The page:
Chiang Kai-shek, leader of the KMT who opposed the CCP, had planned to save scholars from the communist terror before his retreat to Taiwan. Some intellectuals joined the move including Hu Shih, Fi Sinian, and Mei Yiqi. But the majority of intellectuals chose to stay in mainland China. For example, 60 out of the 81 members of Academia Sinica stayed, hoping they could work with the CCP for a stronger nation. Unfortunately, other than some who willingly bent their principles to please the CCP such as Guo Moruo, most of them were suppressed terribly. 

This group also included scholars who’d returned to China from overseas. Wu Ningkun, one of the renowned translators of China, aborted his Ph.D. study at the University of Chicago and returned to China. When his friend Tsung-Dao Lee, another student studying at the same school, bade him a farewell, Wu asked Lee why he did not choose to return to China. “I don’t want to have my brain washed by others,” Lee replied.

Several years later, Wu was targeted as a Rightist in 1957 and sent to reform-through-labor (Laogai), where he suffered for over 20 years. In 1957, however, Lee won the Nobel Prize in physics. 

Wu Ningkun and his book A Single Tear

In 1993 Wu Ningkun published a memoir in English titled A Single Tear, two years after he moved to the U.S. In retaliation, his employer in China stopped his and his wife’s pensions. “As I didn’t know how brains could be washed, I did not at the time find the idea very daunting,” he said, recalling Lee’s words in 1951 in the book.

Leaving the Pirate Ship

Ma Sicong, known as the king of violinists in China, returned from France to mainland China in 1932. In 1949, he became president of the newly established Central Conservatory of Music in Beijing. After being targeted in the Cultural Revolution in 1966, Ma and his family fled to Hong Kong. He discarded the emblem with Mao Zedong’s portrait as soon as he arrived in Hong Kong. 

From there, Ma then went to the U.S., where he gave a speech explaining why he left China. He said the Cultural Revolution movement was destroying intellectuals in China. What happened in 1966 when the movement started left him in despair.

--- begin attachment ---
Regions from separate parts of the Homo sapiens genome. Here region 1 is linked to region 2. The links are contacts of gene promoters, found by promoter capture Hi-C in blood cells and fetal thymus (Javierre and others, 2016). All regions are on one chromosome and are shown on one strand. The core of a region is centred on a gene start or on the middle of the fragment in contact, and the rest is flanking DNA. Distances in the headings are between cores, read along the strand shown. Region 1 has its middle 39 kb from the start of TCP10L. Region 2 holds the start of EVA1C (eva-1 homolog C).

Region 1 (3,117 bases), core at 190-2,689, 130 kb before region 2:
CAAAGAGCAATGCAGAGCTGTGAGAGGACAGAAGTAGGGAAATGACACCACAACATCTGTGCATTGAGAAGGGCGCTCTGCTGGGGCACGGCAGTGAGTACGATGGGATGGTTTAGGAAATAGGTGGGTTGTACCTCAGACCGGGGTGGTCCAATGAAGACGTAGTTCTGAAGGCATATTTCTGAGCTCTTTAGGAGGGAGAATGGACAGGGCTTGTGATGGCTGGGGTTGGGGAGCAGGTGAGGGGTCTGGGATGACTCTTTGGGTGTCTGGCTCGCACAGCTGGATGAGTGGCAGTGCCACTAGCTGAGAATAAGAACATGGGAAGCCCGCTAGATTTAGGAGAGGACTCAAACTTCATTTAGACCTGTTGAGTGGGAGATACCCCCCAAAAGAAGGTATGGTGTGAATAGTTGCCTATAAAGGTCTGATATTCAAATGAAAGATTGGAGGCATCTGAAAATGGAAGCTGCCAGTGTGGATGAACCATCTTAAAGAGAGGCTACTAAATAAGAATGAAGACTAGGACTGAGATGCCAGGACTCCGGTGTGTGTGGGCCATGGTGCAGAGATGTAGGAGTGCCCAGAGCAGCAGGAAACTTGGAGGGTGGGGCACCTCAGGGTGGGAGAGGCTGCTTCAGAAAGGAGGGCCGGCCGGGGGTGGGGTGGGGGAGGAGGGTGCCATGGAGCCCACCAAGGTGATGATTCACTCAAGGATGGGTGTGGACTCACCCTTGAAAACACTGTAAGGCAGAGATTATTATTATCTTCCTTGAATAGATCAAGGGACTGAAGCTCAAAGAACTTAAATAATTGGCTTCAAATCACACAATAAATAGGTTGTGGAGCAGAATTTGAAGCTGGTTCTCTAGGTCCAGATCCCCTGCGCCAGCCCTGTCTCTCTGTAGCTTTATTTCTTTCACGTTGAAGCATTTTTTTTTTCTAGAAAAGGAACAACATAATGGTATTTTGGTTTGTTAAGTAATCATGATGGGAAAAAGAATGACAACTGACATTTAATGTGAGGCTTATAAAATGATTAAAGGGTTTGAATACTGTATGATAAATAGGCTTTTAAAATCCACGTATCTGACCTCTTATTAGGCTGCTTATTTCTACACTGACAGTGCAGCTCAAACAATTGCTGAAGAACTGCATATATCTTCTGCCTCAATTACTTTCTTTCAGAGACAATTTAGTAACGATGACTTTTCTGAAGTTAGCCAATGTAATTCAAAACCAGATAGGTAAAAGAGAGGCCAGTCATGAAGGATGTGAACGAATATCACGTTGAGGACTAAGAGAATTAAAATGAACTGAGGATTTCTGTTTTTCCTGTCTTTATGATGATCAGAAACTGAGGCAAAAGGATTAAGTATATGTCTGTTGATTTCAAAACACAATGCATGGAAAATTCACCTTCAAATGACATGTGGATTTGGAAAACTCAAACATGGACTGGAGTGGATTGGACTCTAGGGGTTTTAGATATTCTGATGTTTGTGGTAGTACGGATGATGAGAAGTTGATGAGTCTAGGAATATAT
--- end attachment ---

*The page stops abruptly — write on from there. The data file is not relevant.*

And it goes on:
Several relatives of Ma were later persecuted by CCP officials. Ma explained to his adult children that he had not done anything wrong. He said that it was the [communist] demon that was harming people and that one day things would become clear. 

Another example is Fou Ts’ong, a renowned Chinese pianist. Upon learning that his father, famous translator Fu Lei, was attacked as a Rightist, Fou fled Warsaw to London in 1958. Several years later, both his parents committed suicide during the Cultural Revolution. 

Another prominent pianist, Gu Shengying, was not so lucky. Her father, an entrepreneur who supported the CCP, was targeted in 1955 in a political movement and received a life sentence in 1958. After being targeted and humiliated on January 31, 1967, Gu committed suicide along with her mother and younger brother. 

Quitting the CCP

Over the past several decades of its rule, the CCP has caused 80 million unnatural deaths. After recognizing the harm that the CCP has done, over 370 million Chinese have quit the CCP and its affiliated youth organizations, the Communist Youth League and the Young Pioneers. “Now I know the CCP is not just a political party. Rather, it is a demon that destroys all of us,” wrote netizen Yang Defu, explaining why he quit the CCP. 

Li Chuanliang, former deputy mayor of Jixi City in Heilongjiang Province, fled to the U.S. in August 2020 and declared that he had severed ties with the CCP. Back in 2014, he already voluntarily requested to resign from the CCP. During the coronavirus pandemic, he also witnessed that some officials were arrested for making remarks inconsistent with the CCP’s official narratives. These experiences made him worry that similar retaliation would happen to him. “The CCP will first give you some benefits to lure you; if you do not follow along, it will threaten you and attack you,” he said. 

Zhao Zhongyuan, a traditional Chinese doctor in Beijing, also left China in 2019. While still in Beijing, he treated some human rights lawyers who had defended Falun Gong practitioners. After the CCP began to target the lawyers for representing Falun Gong practitioners, Zhao was also threatened for being the lawyers' doctor. “If a person knows how bad the CCP is, and if a person follows their conscience, then he or she will denounce the regime for sure.”

People inside China have also begun to change. Recently, at a tourist site in Sydney, Australia, two Chinese women talked with a Falun Gong practitioner and learned how the CCP has suppressed people throughout its history. After reading a poster about how former Chinese diplomat Chen Yonglin defected and began to expose the CCP’s viciousness, the two tourists were shocked. They took a picture of the poster and agreed to quit the CCP as well. 

Chinese version available

Category: Perspective